I feel (fuzzy word, I know) that it should behave differently on the opposite. But I see your point on how no meaningful value can be returned here.

val_waeselynck13:06:46

there's many ways to look at the question of why that is, but it's accepted by all logicians

okal13:06:52

Perhaps nil?

okal13:06:06

@val_waeselynck: Hm. I didn’t know that. Thanks.

bronsa13:06:24

@okal: what you'd like is impossible

okal13:06:46

Yes. I’ve only just realised that. Which is what I meant by “no meaningful value can be returned"

okal13:06:33

Still wonder if there’s a way to indicate that fact than to return somewhat misleading information.

okal13:06:18

Thanks @val_waeselynck Makes perfect sense now.

ilukinov13:06:25

ok, I surrender. This programming of yours is complicated as hell. I’m trying to do simple thing (at least I thought so at the beginning) -> open ssh connection to remote server and use it to run some bash scripts. To be exact plan was(and still is ) to: 1. Connect to ssh 2. Run command and get response imidiatly line by line, and not after command will return on the server 3. Keep session and shell channel alive for some amount of time (say 5 min) 4. If user wants to send more commands to server then same session and shell channel is used(if it is in )

ilukinov13:06:12

well, that was sent before I ended writing it

dm313:06:51

is there an idiom like (or (seq possibly-empty-coll) default-coll) but for maps?

dm313:06:32

not-empty!

ilukinov13:06:50

But still i surrender, get berried under streams and buffers and Pipedstreams and channels

ilukinov13:06:31

yes used that one

ilukinov13:06:39

Cant figure out how to send another cmd to opened 'shell-chanel’

dm313:06:52

I mean:

(let [agent (ssh-agent {})]
  (let [session (session agent "host-ip" {:strict-host-key-checking :no})]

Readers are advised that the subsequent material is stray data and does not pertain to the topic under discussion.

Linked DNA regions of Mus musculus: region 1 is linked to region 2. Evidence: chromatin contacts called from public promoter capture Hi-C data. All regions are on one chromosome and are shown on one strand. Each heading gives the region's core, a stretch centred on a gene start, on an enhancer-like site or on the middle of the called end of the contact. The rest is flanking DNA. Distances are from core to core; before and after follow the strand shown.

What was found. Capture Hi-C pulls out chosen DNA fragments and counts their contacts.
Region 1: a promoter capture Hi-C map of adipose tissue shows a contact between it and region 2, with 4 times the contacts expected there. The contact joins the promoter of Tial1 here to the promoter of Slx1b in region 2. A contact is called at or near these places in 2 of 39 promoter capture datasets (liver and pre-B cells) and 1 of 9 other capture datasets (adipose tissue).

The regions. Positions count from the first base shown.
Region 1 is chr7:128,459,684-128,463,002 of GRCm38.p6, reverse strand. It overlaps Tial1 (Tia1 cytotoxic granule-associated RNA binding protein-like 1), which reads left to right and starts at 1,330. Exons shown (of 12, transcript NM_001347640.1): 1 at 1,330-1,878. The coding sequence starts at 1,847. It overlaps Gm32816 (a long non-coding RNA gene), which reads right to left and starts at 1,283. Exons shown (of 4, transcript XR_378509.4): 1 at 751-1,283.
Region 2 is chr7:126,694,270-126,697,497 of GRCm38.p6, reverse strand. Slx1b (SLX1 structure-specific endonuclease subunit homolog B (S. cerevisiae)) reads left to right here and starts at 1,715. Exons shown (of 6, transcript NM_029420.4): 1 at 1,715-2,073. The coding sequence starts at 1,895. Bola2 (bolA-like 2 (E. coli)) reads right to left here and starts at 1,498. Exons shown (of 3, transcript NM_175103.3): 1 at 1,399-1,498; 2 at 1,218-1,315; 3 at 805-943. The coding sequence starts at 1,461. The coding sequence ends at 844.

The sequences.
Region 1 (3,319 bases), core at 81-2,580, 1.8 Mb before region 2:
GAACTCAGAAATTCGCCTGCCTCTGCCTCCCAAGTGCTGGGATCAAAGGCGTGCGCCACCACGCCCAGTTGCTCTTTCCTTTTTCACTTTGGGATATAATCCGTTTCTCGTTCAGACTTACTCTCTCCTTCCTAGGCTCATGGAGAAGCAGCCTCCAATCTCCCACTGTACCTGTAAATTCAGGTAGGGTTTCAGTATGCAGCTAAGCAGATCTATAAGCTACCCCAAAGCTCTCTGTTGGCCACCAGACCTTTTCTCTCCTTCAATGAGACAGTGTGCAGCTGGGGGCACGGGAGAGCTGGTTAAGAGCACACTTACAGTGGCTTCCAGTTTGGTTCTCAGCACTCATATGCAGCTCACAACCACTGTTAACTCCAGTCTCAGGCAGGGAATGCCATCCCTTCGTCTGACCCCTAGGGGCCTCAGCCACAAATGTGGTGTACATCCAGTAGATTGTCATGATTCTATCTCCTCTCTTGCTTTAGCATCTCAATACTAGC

(with-connection session
      (let [result (ssh session {:in "echo hello"})]
        (println (result :out)))
      (let [result (ssh session {:cmd "ls"})]
        (println (second result)))))))

dm313:06:15

does it work if you use the snippet from the readme?

ilukinov13:06:47

yes it works

pesterhazy16:06:19

@dm3, those idioms are great, didn't know that not-empty returns coll if not empty (also didn't occur to me to use seq in conjunction with or)

josh.freckleton16:06:21

In core.match, list syntax is reserved, is there still a way to match on a list? (eg, not a vec) for reference: > The list syntax () is reserved for special uses. It does not match a literal list.

josh.freckleton16:06:30

(let [val '(:a)] ; doesn't work
  (match [val]
         ['(:a)] "A"
         ['(:b)] "B"))

(let [val '(:a) ; does work
      val (vec val)]
  (match [val]
         [[:a]] "A"
         [[:b]] "B"))

josh.freckleton17:06:27

Never mind, I just found the :seq tag, that could be more obvious, but it works!: for those who were wondering:

(let [val '(:a)] 
  (match [val]
         [([:a] :seq)] "A"
         [([:b] :seq)] "B"))

josh.freckleton20:06:13

I just made a helper function for cider, cider-eval-next-sexp, I've been craving this functionality for a while, and hopefully it helps someone else's efficiency!

lewix20:06:54

feedbacks please

lewix20:06:36

(defn swap-elements [element-a element-b coll]
     (let [index-a (.indexOf coll element-a)
           index-b (.indexOf coll element-b)]